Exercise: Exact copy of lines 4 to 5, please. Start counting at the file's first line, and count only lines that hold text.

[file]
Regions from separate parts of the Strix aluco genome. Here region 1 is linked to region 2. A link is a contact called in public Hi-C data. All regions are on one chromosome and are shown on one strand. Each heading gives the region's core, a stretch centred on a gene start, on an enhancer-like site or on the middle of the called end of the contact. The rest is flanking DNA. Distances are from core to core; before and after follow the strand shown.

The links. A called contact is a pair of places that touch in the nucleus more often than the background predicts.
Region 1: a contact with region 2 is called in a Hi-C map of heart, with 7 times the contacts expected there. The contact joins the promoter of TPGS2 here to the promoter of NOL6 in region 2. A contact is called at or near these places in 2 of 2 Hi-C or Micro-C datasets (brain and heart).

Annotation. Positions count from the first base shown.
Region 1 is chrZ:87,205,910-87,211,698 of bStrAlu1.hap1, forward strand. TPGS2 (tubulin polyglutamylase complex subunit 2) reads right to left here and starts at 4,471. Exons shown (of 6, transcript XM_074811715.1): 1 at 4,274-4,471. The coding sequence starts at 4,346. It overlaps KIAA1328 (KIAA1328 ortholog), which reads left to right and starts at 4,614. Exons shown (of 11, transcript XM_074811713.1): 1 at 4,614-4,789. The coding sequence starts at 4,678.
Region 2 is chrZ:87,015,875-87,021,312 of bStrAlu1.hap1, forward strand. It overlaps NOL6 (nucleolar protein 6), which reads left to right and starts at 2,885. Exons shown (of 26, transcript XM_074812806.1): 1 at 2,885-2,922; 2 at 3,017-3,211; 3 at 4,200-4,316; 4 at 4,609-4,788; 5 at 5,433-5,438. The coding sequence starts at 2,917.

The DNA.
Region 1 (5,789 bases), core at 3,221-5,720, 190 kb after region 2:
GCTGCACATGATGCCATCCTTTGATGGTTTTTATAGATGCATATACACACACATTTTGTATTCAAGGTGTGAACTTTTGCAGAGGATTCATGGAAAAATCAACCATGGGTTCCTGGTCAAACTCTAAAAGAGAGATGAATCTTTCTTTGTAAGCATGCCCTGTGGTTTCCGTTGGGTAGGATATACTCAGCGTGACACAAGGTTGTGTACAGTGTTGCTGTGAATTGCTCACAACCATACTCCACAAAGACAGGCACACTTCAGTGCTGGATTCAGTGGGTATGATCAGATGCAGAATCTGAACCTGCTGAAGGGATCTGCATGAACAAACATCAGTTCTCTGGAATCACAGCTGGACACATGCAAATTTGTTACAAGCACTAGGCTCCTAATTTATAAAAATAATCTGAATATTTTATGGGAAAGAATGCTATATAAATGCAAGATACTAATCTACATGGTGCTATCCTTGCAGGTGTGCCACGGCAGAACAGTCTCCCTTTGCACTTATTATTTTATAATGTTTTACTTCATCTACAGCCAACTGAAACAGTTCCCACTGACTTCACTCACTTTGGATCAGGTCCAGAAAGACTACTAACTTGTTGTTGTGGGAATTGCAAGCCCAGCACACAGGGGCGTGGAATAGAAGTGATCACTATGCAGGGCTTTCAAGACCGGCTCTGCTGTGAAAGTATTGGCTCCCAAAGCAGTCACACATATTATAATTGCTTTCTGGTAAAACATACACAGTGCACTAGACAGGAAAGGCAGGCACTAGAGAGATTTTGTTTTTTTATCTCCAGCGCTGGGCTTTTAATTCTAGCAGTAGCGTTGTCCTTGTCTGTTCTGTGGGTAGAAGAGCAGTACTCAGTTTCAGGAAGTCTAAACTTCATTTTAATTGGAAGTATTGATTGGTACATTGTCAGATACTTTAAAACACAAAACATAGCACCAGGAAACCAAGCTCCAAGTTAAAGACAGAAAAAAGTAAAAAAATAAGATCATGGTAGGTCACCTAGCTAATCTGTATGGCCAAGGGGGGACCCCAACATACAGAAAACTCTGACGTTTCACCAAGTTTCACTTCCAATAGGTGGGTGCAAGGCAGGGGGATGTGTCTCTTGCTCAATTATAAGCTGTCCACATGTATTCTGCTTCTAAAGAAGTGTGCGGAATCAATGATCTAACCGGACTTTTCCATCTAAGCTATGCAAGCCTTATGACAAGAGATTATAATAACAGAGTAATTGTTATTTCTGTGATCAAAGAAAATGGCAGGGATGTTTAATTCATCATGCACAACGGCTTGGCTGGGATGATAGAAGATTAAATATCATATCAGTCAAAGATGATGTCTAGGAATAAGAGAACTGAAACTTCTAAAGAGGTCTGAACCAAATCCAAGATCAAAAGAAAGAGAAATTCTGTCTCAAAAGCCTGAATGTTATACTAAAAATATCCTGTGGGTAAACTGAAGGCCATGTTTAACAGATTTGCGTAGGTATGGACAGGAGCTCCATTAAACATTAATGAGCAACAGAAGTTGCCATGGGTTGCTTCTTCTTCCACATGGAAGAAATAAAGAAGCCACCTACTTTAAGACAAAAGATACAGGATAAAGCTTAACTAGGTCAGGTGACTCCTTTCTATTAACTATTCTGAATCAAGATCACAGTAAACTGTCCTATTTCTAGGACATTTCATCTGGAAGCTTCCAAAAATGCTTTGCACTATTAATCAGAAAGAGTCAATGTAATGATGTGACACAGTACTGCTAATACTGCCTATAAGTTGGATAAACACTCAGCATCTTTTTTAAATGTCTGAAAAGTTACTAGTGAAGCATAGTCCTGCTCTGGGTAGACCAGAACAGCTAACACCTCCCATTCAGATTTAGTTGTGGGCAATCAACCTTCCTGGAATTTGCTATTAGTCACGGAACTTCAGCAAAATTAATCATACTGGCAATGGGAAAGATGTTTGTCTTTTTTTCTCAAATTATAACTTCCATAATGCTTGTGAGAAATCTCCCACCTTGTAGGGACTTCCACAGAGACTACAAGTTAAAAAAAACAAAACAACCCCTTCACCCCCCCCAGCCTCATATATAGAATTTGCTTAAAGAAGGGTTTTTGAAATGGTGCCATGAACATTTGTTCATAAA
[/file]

Annotation. Positions count from the first base shown.
Region 1 is chrZ:87,205,910-87,211,698 of bStrAlu1.hap1, forward strand. TPGS2 (tubulin polyglutamylase complex subunit 2) reads right to left here and starts at 4,471. Exons shown (of 6, transcript XM_074811715.1): 1 at 4,274-4,471. The coding sequence starts at 4,346. It overlaps KIAA1328 (KIAA1328 ortholog), which reads left to right and starts at 4,614. Exons shown (of 11, transcript XM_074811713.1): 1 at 4,614-4,789. The coding sequence starts at 4,678.